Defendant filed a Reconsideration for Compassionate Release Denial on April 28, 2019. In this letter, she referenced the “First Step Act.” She also asked for a chance to obtain her husband's “diagnosed care level” before a decision was made.

         On May 13, 2019, the Acting Warden denied Defendant's reconsideration. Specifically, the letter informed Defendant that “after reviewing the provided medical documentation, it did not demonstrate that Mr. Collins “is completely disabled, cannot carry on any self-care, and is totally confined to a bed or chair.” The Acting Warden informed Defendant that she did “not meet the criteria for Reduction In Sentence/Compassionate Release based on non-medical circumstance - Incapacitation of a Spouse or Registered Partner.” Thus, Defendant's request for administrative remedy was denied. The Acting Warden informed Defendant that she could appeal within 20 days if she was not satisfied with the response.

         Defendant filed an Appeal on May 24, 2019, stating that her husband received Medicaid assistance. She also stated that she requested help in obtaining his diagnosed care level via Medicaid. On June 17, 2019, the Regional Director noted that the medical documentation did not demonstrate Mr. Collins' incomplete incapacitation. Thus, Defendant's Appeal was denied because she did not meet the Reduction in Sentence requirements. Again, the Regional Director stated that Defendant could appeal the decision to the Administrative Remedy Program.

         On July 10, 2019, Defendant appealed and stated that her husband's condition was worsening and that he was in an electric wheelchair. On September 19, 2019, the Administrator of National Inmate Appeals acknowledged Defendant's Appeal. This letter noted Defendant's statement that Mr. Collins' medical condition was worsening and that he required assistance with his daily living needs. The Administrator, however, determined that Defendant did not meet the criteria for a reduction in sentence. Specifically, the letter pointed out the requirement to be met: “debilitating physical illness and the result of the injury or illness is that the spouse or registered partner is completely disabled, meaning that the spouse or registered partner cannot carry on any self-care and is totally confined to a bed or chair.” Furthermore, the Administrator noted that Defendant's “husband's medical condition does not demonstrate that he is unable to care for himself or that he is totally confined to a bed or chair. Moreover, you have not demonstrated how you are the only available caregiver for your husband, as you state he is receiving Medicaid assistance to aid in his daily activities.” Thus, Defendant's Appeal was denied.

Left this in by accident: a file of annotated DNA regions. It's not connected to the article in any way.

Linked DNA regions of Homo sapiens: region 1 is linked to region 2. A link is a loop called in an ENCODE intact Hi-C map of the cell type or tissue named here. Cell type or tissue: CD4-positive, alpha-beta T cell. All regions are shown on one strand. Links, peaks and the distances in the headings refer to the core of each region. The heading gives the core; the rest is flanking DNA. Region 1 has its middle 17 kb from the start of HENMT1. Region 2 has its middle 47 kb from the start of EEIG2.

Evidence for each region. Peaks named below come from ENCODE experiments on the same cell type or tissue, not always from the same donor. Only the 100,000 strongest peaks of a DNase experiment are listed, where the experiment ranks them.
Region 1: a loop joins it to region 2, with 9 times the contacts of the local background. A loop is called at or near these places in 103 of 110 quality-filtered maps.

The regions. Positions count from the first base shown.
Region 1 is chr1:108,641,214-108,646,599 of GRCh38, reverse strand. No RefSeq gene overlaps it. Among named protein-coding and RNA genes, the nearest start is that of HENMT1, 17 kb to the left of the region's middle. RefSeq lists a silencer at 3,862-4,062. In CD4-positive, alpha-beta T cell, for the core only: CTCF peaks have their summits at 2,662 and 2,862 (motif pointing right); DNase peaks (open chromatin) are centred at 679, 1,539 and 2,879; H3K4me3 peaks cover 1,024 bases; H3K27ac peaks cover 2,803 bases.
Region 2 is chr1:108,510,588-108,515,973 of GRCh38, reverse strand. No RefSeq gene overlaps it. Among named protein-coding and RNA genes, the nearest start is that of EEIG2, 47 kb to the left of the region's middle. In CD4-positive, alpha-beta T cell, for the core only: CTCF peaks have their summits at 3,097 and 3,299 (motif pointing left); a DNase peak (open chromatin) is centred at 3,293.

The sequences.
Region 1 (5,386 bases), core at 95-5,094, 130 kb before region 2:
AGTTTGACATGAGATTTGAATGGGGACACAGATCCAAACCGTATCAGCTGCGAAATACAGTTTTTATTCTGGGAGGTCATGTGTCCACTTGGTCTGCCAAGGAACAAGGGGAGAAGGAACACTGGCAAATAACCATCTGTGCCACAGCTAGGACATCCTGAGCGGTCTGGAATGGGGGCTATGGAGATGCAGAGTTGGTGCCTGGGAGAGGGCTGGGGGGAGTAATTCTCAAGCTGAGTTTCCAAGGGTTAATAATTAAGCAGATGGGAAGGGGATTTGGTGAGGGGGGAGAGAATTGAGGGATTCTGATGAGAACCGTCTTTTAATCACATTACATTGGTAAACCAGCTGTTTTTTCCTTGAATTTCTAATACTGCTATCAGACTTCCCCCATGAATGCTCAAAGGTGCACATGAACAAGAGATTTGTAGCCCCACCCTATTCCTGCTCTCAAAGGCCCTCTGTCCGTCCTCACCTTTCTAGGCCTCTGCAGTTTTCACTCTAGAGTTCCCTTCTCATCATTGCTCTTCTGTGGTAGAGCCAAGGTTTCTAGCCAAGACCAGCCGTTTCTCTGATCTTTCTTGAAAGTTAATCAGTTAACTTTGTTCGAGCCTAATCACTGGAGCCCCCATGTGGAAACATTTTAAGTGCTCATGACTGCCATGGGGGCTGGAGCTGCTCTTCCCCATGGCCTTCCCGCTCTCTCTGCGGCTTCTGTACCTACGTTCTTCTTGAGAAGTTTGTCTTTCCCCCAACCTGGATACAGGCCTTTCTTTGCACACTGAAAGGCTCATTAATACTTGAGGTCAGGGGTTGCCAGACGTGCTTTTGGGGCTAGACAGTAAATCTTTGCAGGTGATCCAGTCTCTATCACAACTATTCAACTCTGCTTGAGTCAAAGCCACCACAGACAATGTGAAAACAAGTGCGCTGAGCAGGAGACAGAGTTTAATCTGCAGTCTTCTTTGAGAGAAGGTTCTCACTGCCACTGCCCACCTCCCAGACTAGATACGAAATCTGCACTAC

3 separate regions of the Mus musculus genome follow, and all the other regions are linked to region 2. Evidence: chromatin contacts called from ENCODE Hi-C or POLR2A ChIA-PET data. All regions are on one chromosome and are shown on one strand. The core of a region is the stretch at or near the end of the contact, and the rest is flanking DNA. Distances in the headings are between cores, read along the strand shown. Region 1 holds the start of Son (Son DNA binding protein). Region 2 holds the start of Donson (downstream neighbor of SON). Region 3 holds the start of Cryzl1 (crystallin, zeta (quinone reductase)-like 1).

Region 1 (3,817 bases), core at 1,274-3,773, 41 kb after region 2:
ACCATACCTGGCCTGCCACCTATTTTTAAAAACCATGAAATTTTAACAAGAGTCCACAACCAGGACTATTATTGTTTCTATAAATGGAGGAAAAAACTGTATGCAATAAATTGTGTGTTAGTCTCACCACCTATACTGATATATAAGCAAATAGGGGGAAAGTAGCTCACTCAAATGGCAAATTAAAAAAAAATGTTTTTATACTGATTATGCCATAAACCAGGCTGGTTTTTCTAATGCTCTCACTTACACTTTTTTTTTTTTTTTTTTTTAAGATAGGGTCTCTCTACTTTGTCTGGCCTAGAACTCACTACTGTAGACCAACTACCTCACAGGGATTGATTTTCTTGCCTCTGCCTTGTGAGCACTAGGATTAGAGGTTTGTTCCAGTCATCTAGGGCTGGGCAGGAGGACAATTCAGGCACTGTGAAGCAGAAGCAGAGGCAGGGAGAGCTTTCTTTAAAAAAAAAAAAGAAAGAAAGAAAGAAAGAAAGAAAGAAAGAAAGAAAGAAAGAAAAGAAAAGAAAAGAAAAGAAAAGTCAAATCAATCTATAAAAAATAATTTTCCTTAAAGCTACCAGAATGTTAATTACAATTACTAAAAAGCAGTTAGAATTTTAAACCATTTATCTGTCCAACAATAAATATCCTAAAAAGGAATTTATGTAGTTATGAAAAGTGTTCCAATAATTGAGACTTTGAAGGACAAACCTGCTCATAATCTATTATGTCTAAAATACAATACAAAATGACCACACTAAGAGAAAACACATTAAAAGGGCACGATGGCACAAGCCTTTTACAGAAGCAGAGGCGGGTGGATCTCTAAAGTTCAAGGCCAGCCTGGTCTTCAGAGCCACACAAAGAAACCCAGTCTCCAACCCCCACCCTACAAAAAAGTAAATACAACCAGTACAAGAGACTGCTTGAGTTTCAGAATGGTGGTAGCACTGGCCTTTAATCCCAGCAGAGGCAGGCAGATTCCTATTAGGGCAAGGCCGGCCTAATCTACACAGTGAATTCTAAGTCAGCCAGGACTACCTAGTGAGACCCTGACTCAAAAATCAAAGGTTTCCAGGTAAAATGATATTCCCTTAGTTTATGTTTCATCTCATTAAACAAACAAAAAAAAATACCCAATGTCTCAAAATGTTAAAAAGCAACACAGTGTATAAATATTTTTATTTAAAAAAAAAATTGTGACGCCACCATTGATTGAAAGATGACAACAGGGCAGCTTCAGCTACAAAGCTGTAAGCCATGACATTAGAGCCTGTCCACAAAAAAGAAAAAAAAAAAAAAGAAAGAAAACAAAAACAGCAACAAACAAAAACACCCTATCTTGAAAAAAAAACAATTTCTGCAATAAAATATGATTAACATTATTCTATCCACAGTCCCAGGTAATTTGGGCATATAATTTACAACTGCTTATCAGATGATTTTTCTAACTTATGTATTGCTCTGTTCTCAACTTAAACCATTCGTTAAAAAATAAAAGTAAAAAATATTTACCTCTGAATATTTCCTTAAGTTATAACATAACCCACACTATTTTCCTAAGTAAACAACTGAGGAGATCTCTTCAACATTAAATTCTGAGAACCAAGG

Defendant then sent a letter to this Court requesting a compassionate release. A copy of Defendant's letter, along with the accompanying exhibits, was filed by the Clerk's Office on November 6, 2019, in Nos. 15-10188 and 17-10061, and designated as a Motion for Compassionate Release. Defendant requests a compassionate release based on the same reasons asserted above: (1) Mr. Collins' deteriorating health and (2) Mr. Collins' incapacitation affecting the care of their minor grandson.[2]

         II. Analysis

         The First Step Act, enacted on December 21, 2018, [3] amended the compassionate release statute, 18 U.S.C. § 3582(c)(1)(A), to provide:

Modification of an imposed term of imprisonment. -The court may not modify a term of imprisonment once it has been ...

Buy This Entire Record For $7.95

Download the entire decision to receive the complete text, official citation,
docket number, dissents and concurrences, and footnotes for this case.

Learn more about what you receive with purchase of this case.